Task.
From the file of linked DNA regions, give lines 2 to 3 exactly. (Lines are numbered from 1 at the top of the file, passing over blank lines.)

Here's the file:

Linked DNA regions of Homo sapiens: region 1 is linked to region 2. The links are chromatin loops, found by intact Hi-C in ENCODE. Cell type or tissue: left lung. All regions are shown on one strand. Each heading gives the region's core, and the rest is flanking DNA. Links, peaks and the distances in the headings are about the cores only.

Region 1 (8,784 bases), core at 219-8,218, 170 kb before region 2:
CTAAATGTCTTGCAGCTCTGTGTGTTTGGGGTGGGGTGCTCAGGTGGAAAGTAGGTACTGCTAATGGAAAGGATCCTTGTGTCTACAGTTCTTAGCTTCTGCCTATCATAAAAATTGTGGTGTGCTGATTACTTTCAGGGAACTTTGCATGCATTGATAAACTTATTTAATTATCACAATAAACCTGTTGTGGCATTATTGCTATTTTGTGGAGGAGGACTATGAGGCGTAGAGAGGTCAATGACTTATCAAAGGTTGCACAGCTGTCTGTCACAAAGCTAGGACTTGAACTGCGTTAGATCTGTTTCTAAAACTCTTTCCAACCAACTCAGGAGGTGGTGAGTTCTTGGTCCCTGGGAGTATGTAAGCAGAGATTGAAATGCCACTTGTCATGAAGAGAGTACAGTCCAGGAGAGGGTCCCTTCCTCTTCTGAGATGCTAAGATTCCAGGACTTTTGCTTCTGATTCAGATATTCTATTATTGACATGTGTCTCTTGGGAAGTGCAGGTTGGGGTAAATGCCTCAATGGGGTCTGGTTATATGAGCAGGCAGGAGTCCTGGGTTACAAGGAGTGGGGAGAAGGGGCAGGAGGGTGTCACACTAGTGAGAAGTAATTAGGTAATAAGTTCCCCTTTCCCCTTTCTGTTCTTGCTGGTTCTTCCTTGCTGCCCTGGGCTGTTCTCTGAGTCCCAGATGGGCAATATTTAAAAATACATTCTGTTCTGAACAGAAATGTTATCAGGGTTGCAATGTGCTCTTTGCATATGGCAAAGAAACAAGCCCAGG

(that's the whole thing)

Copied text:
Region 1 (8,784 bases), core at 219-8,218, 170 kb before region 2:
CTAAATGTCTTGCAGCTCTGTGTGTTTGGGGTGGGGTGCTCAGGTGGAAAGTAGGTACTGCTAATGGAAAGGATCCTTGTGTCTACAGTTCTTAGCTTCTGCCTATCATAAAAATTGTGGTGTGCTGATTACTTTCAGGGAACTTTGCATGCATTGATAAACTTATTTAATTATCACAATAAACCTGTTGTGGCATTATTGCTATTTTGTGGAGGAGGACTATGAGGCGTAGAGAGGTCAATGACTTATCAAAGGTTGCACAGCTGTCTGTCACAAAGCTAGGACTTGAACTGCGTTAGATCTGTTTCTAAAACTCTTTCCAACCAACTCAGGAGGTGGTGAGTTCTTGGTCCCTGGGAGTATGTAAGCAGAGATTGAAATGCCACTTGTCATGAAGAGAGTACAGTCCAGGAGAGGGTCCCTTCCTCTTCTGAGATGCTAAGATTCCAGGACTTTTGCTTCTGATTCAGATATTCTATTATTGACATGTGTCTCTTGGGAAGTGCAGGTTGGGGTAAATGCCTCAATGGGGTCTGGTTATATGAGCAGGCAGGAGTCCTGGGTTACAAGGAGTGGGGAGAAGGGGCAGGAGGGTGTCACACTAGTGAGAAGTAATTAGGTAATAAGTTCCCCTTTCCCCTTTCTGTTCTTGCTGGTTCTTCCTTGCTGCCCTGGGCTGTTCTCTGAGTCCCAGATGGGCAATATTTAAAAATACATTCTGTTCTGAACAGAAATGTTATCAGGGTTGCAATGTGCTCTTTGCATATGGCAAAGAAACAAGCCCAGG